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COBOL and The Definitive State of the World's Greatest Legacy Ecosystem

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COBOL and The Definitive State of the World's Greatest Legacy Ecosystem

Look at the picture!: A career COBOL'er asserts that the inflexibility of the IBM Mainframe is killing digital transformation initiatives.

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Photo by J.K. Nakata, United States Geological Survey.

First, I'm going to "introduce" myself in an attempt to establish a greater level of credibility than I might otherwise be able to muster!

I've been working for over 30 years. My entire career has been in the COBOL space, the vast majority of it working with Global 2000 companies to deliver COBOL application development and deployment platforms that were primarily focused on adding value to the IBM Mainframe ("the world's greatest legacy ecosystem").

I have worked at the "coal face" developing bespoke commercial COBOL applications. I have worked developing COBOL compilers and runtimes. I have led global teams of astoundingly brilliant people that have built COBOL ecosystems from scratch. Back in 2010, myself and a group of others with similar career profiles founded Heirloom Computing to bring a new COBOL ecosystem to market: one that automatically transforms online and batch mainframe applications so that they execute (unchanged) on industry-standard Java Application Servers. A career COBOL'er, I am.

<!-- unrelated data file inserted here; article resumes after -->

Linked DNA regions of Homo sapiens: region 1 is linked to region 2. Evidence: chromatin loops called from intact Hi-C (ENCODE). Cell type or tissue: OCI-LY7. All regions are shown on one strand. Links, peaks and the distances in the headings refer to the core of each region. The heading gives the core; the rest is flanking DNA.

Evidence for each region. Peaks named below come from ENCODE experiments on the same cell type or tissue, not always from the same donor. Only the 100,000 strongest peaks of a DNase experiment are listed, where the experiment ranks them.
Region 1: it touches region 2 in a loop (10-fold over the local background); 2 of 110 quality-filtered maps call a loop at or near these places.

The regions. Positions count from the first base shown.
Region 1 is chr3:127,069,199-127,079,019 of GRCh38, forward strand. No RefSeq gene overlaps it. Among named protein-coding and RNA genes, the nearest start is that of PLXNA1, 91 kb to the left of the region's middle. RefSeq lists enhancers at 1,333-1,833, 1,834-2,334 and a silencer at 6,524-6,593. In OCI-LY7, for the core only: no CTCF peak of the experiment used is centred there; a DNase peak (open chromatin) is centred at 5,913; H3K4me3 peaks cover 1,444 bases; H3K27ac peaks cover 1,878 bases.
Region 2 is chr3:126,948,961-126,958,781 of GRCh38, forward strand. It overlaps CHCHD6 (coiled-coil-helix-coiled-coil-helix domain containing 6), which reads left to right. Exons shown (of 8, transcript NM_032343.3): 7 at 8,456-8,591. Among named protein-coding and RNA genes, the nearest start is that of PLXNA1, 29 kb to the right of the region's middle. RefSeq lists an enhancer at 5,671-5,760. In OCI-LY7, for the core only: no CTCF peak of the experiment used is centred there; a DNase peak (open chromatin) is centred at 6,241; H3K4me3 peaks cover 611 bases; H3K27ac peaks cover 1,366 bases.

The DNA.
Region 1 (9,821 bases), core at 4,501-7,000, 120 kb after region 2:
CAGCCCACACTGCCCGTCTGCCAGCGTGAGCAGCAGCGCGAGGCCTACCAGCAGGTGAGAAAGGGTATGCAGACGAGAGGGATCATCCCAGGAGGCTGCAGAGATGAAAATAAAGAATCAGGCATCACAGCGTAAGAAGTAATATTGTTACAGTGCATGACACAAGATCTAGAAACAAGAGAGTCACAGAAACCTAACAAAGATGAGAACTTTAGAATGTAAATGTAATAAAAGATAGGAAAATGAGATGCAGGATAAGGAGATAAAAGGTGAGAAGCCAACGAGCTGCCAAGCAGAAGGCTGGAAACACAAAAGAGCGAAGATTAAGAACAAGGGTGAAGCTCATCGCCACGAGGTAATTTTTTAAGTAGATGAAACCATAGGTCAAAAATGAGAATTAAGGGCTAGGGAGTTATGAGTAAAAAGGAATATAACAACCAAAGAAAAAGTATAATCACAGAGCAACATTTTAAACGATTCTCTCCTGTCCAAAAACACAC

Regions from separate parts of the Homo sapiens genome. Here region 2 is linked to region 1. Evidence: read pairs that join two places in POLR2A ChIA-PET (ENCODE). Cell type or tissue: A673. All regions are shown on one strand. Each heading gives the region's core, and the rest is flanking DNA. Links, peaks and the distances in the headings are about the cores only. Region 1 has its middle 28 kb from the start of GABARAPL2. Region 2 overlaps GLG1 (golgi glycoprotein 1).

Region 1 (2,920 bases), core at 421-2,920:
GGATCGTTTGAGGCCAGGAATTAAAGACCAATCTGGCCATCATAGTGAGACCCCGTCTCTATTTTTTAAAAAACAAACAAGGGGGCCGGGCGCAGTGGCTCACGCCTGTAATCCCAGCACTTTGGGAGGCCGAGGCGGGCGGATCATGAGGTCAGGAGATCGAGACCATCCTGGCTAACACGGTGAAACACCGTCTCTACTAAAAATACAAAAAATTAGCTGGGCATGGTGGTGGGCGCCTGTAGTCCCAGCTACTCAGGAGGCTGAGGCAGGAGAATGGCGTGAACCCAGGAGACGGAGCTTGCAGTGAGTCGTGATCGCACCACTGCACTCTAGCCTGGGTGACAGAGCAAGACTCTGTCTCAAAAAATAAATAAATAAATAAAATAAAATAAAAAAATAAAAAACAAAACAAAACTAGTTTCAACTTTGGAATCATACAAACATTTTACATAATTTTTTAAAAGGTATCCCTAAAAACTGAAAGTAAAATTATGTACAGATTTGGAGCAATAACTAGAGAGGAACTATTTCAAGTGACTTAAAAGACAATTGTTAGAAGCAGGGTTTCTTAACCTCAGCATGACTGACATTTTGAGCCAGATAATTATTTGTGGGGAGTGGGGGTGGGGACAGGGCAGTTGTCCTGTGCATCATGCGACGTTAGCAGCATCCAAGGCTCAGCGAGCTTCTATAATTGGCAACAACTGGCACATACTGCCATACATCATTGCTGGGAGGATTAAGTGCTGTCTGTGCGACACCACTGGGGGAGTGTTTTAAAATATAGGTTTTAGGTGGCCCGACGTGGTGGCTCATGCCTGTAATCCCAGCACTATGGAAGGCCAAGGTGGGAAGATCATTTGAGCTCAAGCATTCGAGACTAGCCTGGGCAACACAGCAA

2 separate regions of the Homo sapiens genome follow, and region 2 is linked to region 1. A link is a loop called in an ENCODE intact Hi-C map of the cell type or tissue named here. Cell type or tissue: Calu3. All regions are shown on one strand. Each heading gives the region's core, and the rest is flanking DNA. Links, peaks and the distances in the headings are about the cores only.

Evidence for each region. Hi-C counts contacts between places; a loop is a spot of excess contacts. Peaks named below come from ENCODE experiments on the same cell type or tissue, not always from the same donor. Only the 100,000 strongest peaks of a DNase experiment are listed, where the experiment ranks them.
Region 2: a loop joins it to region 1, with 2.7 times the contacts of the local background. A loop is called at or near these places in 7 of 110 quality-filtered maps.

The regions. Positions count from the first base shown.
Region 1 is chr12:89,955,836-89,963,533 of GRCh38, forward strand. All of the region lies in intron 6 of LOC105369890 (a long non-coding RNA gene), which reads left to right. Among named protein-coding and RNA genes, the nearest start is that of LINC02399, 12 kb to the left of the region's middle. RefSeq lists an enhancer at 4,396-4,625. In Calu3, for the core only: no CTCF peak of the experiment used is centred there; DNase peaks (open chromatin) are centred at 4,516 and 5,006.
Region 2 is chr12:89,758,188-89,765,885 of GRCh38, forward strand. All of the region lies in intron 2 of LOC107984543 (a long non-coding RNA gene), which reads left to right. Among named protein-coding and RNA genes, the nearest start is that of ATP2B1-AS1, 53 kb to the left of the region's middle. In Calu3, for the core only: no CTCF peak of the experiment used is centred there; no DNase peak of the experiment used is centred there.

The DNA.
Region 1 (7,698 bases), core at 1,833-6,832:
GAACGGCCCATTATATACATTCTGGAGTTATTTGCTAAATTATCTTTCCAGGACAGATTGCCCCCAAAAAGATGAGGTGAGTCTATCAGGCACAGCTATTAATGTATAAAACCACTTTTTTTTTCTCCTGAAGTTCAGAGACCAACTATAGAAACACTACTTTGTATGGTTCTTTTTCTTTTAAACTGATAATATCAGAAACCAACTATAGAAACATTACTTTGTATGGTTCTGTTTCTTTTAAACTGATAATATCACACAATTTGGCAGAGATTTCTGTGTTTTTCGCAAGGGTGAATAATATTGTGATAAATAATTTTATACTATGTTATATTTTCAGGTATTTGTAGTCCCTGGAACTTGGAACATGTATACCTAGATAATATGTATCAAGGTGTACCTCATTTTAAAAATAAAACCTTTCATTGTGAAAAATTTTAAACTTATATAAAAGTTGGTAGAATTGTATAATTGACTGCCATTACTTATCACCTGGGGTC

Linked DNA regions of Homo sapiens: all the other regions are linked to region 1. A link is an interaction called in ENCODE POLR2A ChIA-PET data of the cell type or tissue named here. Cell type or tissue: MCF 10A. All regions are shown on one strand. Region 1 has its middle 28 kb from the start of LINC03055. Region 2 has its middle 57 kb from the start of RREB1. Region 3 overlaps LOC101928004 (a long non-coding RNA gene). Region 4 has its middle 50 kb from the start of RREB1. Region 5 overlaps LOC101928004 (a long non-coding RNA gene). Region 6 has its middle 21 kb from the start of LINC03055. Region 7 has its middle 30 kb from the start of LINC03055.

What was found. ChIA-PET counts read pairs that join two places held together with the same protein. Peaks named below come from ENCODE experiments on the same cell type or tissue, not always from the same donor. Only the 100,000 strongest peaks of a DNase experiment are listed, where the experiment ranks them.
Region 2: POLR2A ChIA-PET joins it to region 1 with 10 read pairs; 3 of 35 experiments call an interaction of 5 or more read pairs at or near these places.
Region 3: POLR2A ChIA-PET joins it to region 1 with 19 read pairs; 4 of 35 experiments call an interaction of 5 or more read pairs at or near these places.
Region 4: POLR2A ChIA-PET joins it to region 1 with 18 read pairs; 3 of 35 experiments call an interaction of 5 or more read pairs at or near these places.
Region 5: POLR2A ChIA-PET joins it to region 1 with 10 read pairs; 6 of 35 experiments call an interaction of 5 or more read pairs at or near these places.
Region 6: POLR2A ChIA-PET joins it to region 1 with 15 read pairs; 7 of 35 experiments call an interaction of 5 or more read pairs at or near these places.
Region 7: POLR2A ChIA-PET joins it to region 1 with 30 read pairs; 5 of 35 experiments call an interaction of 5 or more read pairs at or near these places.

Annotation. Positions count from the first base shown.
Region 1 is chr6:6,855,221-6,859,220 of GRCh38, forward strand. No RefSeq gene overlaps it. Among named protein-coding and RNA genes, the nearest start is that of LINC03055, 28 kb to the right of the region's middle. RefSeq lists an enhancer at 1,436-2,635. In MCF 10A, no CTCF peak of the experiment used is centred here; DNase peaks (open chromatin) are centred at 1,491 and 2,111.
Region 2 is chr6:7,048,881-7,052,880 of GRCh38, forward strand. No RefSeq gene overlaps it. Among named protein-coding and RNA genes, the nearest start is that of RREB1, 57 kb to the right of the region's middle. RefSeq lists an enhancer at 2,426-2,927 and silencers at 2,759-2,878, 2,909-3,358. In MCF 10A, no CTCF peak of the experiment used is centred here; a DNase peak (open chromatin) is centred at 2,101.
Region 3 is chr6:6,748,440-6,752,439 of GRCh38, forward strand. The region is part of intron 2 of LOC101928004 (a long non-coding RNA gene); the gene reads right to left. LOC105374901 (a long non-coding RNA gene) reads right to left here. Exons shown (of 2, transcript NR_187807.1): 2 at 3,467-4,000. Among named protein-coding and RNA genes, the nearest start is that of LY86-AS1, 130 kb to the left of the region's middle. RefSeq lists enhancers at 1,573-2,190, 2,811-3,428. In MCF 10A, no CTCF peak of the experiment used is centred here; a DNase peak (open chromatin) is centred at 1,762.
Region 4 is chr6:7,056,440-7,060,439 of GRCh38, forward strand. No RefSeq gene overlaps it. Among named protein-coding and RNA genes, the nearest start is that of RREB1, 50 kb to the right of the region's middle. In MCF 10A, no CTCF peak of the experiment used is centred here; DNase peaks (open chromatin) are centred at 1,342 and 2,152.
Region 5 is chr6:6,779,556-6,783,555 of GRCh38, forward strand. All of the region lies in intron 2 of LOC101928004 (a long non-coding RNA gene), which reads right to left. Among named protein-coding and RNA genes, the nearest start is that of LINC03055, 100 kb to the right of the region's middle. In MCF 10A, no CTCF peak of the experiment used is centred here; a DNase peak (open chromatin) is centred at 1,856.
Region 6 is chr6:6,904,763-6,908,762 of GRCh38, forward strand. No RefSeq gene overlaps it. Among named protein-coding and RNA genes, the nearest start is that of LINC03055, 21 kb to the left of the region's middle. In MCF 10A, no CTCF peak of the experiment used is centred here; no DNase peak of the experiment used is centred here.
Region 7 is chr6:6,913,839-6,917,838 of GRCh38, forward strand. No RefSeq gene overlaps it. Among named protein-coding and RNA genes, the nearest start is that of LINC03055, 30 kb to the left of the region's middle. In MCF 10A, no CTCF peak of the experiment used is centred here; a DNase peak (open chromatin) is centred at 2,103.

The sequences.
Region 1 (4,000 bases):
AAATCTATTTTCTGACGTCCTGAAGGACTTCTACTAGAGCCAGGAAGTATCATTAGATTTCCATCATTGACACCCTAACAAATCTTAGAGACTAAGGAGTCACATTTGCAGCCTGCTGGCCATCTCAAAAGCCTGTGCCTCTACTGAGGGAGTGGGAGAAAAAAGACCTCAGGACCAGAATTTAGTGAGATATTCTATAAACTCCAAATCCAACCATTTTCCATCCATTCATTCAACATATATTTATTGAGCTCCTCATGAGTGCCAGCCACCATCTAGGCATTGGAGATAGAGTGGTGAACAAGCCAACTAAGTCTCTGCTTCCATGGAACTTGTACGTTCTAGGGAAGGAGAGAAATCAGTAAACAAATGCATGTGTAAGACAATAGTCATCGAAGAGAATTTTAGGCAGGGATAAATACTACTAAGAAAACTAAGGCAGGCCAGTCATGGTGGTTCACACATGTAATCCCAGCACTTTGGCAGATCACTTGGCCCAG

Credibility enhanced? Either way, on we go...

http://www.information-age.com/legacy-barrier-digital-transformation-123465151/Mainframe is without a doubt (and by far) "the world's greatest legacy ecosystem." Its reliability, pervasiveness, and keeper-of-systems of record is unmatched. Today, however, that proud legacy is increasingly burdensome. These (crucial) systems are severely and systemically constrained — and today, agility really matters. They have paralyzed IT with a fearful, non-viable, "do nothing" strategy that impedes the execution of strategic initiatives (like digital transformation) that are needed to compete. And up to this point, we've not even mentioned the operational expense nor the risks of an ever-aging/depleting skills pool.

Some of these systems, especially in government, have eroded/warped to the point that paper processes have been introduced to integrate legacy workloads with new services! This is NOT a failure of DevOps, nor tooling, but a failure of leadership and the brutal reality that mainframe systems of record are inherently NOT agile because: first, monolithic applications are inherently NOT agile; and second, the fundamental attributes of the IBM COBOL ecosystem (an archaic compute-model, a procedural language, a failure to embrace open source, a lack of application frameworks, an entrenched culture, ...) are NOT agile.Image title

A quick exercise: look at the chart above and consider how each barrier relates to the IBM Mainframe. Check, check, check...

In article, after article, after article, IT leaders and analysts have clearly identified the challenge. The emerging FinTech industry is receiving huge amounts of investment. And so, progressive enterprises like GE and Capital One are already working on solutions. Mainframe workloads are an essential part of any digital transformation strategy, but those workloads will persist in a different form. One that protects existing function, but also one that is seamlessly integrated with an agile ecosystem.

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Topics:
cobol ,java ,digital transformation ,mainframe ,ibm ,Agile

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